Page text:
“As a region, we share a family of cultural, physical and societal ties that make the formation of this NIA-designated Alzheimer’s Disease Research Center so important,” Dr. Bailey said. “We are grateful to the National Institute on Aging, our colleagues at UT Health Science Center San Antonio, and all the researchers, faculty and staff who have worked so hard for more than a year to create this important center.”

The new designation’s impact

As an ADRC, the South Texas center immediately becomes “part of the national conversation,” Dr. Seshadri said.

“Our research discoveries and the insights we learn from our patients and families about what is important to them will become part of a very large national dataset for ADRC scientists and health policy experts to use, and we will be part of shaping the research as well as rapidly learning from the wisdom of all our colleagues at the other centers. It will be a game-changer that will take our research and care to the next level,” Dr. Seshadri said.

Head x-ray, brain in MRI

“The Biggs Institute is firmly committed to finding answers for Alzheimer’s and related dementias, as evidenced by the launch of our Brain Bank, which includes donated autopsy brains and spinal cord tissue,” said Robert Hromas, MD, professor and dean of the Joe R. and Teresa Lozano Long School of Medicine at UT Health Science Center San Antonio. “Our investigators are leveraging these resources to find new treatments for brain aging and degeneration.”

Community engagement is a prime emphasis of every ADRC.

Michael Hocker, MD, MHS, dean of the UTRGV School of Medicine, said he is excited about the opportunities this new collaborative research center will bring, not just for faculty and staff, but also for medical students looking to pursue an area of specialty research into the impact of Alzheimer’s disease on the area’s predominantly Hispanic population.

“UTRGV is committed to transforming the health of the region, and this is another step we will take to improve the aging population who suffer from Alzheimer’s in South Texas. We will conduct much of this clinical care and research at our soon-to-open Institute of Neuroscience in Harlingen, where we will evaluate and treat patients with neurologic conditions including dementia, Alzheimer’s and other neuropsychiatric diagnoses. We also will conduct clinical trials and other research to improve neurologic and behavioral conditions,” Dr. Hocker said. “This research could have significant impact for the Hispanic community, South Texas and, we believe, well beyond.”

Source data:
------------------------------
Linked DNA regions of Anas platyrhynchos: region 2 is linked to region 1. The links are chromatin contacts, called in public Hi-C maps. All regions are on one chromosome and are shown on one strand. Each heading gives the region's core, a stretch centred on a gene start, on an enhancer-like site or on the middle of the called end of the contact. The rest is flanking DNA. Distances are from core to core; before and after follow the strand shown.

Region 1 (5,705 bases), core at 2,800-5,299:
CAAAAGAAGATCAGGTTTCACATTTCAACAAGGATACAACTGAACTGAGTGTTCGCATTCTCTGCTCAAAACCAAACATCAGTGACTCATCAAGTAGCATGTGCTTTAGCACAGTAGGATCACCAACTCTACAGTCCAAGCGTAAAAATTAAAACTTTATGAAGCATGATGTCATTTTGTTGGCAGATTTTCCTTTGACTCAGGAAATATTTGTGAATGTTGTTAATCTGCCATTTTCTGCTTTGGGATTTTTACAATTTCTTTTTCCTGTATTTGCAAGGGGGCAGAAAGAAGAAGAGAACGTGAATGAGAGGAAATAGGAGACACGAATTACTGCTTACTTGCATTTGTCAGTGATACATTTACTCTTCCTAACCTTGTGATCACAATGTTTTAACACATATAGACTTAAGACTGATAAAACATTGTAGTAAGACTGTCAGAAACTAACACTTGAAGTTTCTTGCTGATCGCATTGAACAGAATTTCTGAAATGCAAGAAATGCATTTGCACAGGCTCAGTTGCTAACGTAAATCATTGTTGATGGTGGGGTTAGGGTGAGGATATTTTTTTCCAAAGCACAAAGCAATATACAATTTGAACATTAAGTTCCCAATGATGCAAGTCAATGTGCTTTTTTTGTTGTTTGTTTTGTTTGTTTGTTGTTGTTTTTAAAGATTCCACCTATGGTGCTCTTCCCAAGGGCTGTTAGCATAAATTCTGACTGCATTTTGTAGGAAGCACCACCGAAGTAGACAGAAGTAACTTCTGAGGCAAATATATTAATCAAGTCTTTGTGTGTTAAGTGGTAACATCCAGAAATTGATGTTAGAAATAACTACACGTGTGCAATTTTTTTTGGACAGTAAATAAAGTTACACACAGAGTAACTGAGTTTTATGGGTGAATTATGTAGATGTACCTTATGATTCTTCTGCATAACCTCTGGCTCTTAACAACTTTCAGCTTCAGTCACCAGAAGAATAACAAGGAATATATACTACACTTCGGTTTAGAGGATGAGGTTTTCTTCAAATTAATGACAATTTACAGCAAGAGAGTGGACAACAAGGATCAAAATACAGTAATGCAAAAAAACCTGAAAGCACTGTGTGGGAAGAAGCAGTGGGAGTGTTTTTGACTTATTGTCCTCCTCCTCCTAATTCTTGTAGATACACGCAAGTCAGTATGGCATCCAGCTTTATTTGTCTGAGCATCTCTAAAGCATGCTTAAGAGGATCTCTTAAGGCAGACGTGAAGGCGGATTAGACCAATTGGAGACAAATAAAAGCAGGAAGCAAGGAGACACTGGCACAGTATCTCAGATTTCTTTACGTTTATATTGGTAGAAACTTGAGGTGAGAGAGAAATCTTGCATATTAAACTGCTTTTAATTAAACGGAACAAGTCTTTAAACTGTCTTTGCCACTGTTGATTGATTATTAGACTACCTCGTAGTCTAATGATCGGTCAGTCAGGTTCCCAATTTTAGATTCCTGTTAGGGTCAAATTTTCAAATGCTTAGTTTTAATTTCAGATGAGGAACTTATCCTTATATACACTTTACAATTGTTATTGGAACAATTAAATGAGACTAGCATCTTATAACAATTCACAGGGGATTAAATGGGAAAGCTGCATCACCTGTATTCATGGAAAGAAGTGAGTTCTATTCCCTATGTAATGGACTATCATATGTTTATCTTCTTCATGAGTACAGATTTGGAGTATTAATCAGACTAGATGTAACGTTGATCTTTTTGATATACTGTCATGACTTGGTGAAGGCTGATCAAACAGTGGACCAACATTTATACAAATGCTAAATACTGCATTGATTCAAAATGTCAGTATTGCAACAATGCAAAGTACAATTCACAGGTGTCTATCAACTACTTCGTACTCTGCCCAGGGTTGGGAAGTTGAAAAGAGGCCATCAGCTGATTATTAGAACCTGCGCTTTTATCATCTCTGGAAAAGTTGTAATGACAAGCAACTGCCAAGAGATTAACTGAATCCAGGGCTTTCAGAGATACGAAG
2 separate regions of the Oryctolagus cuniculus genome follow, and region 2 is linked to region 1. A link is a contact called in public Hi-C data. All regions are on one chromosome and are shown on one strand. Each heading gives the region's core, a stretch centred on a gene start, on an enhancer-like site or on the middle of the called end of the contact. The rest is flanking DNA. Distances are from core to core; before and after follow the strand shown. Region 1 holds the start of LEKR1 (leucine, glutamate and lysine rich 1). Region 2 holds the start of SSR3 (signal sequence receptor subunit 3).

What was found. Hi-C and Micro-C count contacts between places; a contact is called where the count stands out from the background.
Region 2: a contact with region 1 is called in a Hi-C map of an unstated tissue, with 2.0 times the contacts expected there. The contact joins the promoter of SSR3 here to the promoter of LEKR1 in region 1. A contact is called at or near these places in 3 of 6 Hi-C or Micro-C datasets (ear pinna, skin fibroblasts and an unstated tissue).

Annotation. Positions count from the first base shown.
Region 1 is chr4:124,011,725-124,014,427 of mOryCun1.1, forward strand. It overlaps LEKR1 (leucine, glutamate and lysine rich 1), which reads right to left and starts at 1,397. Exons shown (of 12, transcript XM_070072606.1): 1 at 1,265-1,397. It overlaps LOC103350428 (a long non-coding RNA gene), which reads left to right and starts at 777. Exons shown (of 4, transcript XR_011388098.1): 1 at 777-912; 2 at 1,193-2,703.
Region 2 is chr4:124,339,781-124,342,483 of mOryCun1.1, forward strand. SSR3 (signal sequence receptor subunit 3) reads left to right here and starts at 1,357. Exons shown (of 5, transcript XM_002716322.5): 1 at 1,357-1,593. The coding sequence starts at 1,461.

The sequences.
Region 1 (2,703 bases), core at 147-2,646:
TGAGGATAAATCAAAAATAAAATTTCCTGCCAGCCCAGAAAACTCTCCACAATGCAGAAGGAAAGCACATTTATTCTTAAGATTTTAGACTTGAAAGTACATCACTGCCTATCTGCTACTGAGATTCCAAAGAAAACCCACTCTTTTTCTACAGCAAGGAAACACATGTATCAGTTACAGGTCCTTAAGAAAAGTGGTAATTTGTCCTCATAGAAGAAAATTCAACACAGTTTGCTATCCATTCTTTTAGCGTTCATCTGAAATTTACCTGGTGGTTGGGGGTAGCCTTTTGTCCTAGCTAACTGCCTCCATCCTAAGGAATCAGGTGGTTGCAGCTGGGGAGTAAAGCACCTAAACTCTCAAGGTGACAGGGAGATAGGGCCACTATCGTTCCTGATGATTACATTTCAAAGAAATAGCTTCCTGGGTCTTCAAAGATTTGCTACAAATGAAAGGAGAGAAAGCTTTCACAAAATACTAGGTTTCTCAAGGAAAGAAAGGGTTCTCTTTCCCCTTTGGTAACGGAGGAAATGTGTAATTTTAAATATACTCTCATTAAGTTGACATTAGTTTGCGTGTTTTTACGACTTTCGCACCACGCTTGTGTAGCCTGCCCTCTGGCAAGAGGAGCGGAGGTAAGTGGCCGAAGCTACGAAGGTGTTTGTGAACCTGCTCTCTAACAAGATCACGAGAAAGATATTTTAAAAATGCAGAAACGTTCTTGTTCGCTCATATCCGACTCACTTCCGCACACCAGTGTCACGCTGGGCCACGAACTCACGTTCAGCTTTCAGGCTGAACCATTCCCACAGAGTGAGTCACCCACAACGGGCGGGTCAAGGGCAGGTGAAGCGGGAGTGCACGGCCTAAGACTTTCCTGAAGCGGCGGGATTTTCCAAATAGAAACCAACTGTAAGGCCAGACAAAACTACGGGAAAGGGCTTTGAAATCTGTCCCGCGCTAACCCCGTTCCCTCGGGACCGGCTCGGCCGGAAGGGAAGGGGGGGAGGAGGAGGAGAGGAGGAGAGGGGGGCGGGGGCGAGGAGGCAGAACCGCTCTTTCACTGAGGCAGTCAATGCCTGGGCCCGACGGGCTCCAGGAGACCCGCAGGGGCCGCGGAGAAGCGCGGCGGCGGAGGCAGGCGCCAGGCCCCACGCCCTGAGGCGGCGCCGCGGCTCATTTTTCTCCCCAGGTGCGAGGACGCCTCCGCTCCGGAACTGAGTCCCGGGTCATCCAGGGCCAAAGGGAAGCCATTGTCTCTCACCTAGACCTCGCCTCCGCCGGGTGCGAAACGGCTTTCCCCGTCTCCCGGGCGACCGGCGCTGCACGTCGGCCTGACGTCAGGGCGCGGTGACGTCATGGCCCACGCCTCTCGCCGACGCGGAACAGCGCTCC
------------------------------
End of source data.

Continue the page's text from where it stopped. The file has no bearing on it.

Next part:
Dr. Maestre said advanced research in dementia and minority aging is key to reducing health disparities among Hispanics in South Texas, and the collaboration with UT Health Science Center San Antonio is a major step forward.

“By working together, we are building infrastructure and a system for data collection that will attract and support diverse expert multidisciplinary researchers,” she said, “so we can expand this important research aimed at reducing the impacts of Alzheimer’s disease on families in South Texas and beyond.”

An under-studied population

Combining the strengths of two Alzheimer’s disease institutes into one ADRC offers many advantages. For one, research and care outreach to families will extend from San Antonio and surrounding areas to McAllen, Harlingen, Brownsville and all parts of the Lower Rio Grande Valley of Texas, and to each county in between. The entire region is majority Hispanic in population.

“Hispanics are an under-studied population in dementia research,” said Dr. Seshadri, a physician-researcher who has authored many genetic studies of large populations. “Although our center will study all people, we are in an ideal location to place a strong focus on Hispanic families. Newly studied populations enable us to find new genes and new treatment targets that are of relevance to people throughout the world. We will also continue to train the next generation of researchers from diverse backgrounds, and to translate our findings in culturally relevant ways to the community, including, most importantly, affected individuals and their caregivers. We thank the wonderful people of San Antonio and South Texas whose vision, generosity and support have brought us to this point; we will continue to partner with them to learn more and better ways to prevent, treat and support our community, our patients and their families.”

NIA-designated ADRCs serve as major sources of discovery into the nature of Alzheimer’s disease and related dementias and into the development of more effective approaches to prevention, diagnosis, care and therapy. The South Texas center was funded by NIH grant P30AG066546.

Read the National Institute on Aging’s announcement